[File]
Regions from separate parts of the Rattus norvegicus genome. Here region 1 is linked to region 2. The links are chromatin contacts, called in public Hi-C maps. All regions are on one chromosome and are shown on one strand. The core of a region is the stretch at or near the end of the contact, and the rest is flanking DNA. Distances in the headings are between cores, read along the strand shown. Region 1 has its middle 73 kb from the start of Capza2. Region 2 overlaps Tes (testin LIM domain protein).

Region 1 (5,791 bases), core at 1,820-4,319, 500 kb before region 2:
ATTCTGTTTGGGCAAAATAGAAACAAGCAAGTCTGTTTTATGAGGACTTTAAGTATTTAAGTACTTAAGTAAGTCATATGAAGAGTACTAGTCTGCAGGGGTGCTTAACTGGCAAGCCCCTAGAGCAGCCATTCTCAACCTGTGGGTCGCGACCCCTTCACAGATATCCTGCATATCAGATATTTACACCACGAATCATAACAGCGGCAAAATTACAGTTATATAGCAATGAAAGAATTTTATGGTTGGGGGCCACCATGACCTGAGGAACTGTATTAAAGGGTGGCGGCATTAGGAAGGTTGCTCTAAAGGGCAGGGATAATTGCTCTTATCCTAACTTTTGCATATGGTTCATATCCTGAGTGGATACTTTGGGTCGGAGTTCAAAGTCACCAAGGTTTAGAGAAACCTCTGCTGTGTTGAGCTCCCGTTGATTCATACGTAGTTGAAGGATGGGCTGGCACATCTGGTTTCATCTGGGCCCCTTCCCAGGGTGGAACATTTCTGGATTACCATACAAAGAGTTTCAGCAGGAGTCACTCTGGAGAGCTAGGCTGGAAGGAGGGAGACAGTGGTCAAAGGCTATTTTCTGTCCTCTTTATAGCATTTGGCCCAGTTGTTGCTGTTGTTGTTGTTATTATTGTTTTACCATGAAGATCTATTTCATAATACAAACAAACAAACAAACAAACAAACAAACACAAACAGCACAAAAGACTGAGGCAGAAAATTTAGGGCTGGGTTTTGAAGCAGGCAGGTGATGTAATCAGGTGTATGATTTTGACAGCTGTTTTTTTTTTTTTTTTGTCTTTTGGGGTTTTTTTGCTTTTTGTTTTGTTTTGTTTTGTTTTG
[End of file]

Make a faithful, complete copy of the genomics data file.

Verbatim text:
Regions from separate parts of the Rattus norvegicus genome. Here region 1 is linked to region 2. The links are chromatin contacts, called in public Hi-C maps. All regions are on one chromosome and are shown on one strand. The core of a region is the stretch at or near the end of the contact, and the rest is flanking DNA. Distances in the headings are between cores, read along the strand shown. Region 1 has its middle 73 kb from the start of Capza2. Region 2 overlaps Tes (testin LIM domain protein).

Region 1 (5,791 bases), core at 1,820-4,319, 500 kb before region 2:
ATTCTGTTTGGGCAAAATAGAAACAAGCAAGTCTGTTTTATGAGGACTTTAAGTATTTAAGTACTTAAGTAAGTCATATGAAGAGTACTAGTCTGCAGGGGTGCTTAACTGGCAAGCCCCTAGAGCAGCCATTCTCAACCTGTGGGTCGCGACCCCTTCACAGATATCCTGCATATCAGATATTTACACCACGAATCATAACAGCGGCAAAATTACAGTTATATAGCAATGAAAGAATTTTATGGTTGGGGGCCACCATGACCTGAGGAACTGTATTAAAGGGTGGCGGCATTAGGAAGGTTGCTCTAAAGGGCAGGGATAATTGCTCTTATCCTAACTTTTGCATATGGTTCATATCCTGAGTGGATACTTTGGGTCGGAGTTCAAAGTCACCAAGGTTTAGAGAAACCTCTGCTGTGTTGAGCTCCCGTTGATTCATACGTAGTTGAAGGATGGGCTGGCACATCTGGTTTCATCTGGGCCCCTTCCCAGGGTGGAACATTTCTGGATTACCATACAAAGAGTTTCAGCAGGAGTCACTCTGGAGAGCTAGGCTGGAAGGAGGGAGACAGTGGTCAAAGGCTATTTTCTGTCCTCTTTATAGCATTTGGCCCAGTTGTTGCTGTTGTTGTTGTTATTATTGTTTTACCATGAAGATCTATTTCATAATACAAACAAACAAACAAACAAACAAACAAACACAAACAGCACAAAAGACTGAGGCAGAAAATTTAGGGCTGGGTTTTGAAGCAGGCAGGTGATGTAATCAGGTGTATGATTTTGACAGCTGTTTTTTTTTTTTTTTTGTCTTTTGGGGTTTTTTTGCTTTTTGTTTTGTTTTGTTTTGTTTTG